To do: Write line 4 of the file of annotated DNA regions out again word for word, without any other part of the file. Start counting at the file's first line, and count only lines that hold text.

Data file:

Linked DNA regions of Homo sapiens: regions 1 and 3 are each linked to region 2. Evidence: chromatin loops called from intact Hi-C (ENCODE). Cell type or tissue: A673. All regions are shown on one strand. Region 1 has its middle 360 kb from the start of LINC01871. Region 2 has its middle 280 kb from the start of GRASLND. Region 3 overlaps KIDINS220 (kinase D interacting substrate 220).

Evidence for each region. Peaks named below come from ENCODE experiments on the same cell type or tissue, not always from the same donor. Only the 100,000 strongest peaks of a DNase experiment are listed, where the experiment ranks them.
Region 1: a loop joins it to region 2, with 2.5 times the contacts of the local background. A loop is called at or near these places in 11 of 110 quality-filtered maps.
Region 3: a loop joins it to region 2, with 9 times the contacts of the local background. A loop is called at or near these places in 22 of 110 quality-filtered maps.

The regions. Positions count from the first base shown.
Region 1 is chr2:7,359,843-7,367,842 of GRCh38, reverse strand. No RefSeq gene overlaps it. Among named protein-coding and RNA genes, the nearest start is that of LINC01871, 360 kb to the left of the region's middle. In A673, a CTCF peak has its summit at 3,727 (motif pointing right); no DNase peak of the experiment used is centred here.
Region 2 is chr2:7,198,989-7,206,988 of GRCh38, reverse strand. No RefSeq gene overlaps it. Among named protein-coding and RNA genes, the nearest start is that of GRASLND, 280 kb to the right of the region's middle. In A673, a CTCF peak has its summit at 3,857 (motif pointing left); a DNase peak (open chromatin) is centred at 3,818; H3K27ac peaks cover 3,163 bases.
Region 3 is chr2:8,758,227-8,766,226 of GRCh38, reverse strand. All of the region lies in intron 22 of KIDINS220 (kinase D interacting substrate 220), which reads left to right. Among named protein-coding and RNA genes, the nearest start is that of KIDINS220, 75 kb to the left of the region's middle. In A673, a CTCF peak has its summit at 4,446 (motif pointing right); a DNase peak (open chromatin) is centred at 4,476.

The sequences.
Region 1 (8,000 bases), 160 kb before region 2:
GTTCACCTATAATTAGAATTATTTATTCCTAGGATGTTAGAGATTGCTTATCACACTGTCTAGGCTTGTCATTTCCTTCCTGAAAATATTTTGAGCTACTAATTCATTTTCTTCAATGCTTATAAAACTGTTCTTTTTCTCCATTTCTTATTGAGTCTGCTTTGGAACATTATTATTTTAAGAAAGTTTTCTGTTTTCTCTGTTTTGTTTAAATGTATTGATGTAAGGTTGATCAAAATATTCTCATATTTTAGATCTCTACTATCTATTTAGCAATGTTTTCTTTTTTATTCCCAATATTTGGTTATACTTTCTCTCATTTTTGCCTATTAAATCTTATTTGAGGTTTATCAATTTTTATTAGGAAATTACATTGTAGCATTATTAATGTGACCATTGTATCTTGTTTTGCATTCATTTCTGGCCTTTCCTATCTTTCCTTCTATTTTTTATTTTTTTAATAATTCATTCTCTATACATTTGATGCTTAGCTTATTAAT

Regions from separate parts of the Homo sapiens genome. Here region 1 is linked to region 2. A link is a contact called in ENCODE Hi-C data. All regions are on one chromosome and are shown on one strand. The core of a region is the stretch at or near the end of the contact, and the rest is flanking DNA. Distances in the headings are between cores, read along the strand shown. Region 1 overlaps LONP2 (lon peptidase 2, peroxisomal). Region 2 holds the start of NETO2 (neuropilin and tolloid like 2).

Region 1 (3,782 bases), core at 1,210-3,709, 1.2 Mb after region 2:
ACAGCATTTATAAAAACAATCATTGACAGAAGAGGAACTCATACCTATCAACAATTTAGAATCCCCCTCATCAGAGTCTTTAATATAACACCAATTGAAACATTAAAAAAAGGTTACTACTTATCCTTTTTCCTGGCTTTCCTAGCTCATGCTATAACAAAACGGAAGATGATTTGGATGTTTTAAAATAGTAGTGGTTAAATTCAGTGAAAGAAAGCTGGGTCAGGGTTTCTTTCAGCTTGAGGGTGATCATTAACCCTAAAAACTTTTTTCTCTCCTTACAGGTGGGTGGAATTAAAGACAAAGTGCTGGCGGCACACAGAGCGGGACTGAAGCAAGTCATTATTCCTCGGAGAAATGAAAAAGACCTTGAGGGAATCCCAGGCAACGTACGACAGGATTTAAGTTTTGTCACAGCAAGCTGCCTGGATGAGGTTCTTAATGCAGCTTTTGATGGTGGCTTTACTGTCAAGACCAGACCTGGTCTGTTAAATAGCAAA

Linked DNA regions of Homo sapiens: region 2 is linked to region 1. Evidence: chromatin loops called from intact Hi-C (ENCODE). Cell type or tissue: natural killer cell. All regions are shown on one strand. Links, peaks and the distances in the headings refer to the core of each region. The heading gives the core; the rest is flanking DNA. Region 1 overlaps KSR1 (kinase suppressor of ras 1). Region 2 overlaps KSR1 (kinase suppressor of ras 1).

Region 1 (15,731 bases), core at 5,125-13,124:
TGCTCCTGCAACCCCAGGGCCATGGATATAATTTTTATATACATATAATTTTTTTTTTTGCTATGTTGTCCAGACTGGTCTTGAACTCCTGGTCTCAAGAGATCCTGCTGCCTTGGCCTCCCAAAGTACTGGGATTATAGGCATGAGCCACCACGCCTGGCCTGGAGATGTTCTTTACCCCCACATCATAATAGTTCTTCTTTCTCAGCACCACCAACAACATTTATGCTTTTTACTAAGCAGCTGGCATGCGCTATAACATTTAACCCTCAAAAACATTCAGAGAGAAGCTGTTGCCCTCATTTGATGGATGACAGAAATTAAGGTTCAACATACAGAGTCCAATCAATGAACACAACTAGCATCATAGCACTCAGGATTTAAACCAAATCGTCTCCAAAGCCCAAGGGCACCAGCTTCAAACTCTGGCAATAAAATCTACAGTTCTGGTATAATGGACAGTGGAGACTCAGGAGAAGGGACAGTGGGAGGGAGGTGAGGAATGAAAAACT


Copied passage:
Region 3: a loop joins it to region 2, with 9 times the contacts of the local background. A loop is called at or near these places in 22 of 110 quality-filtered maps.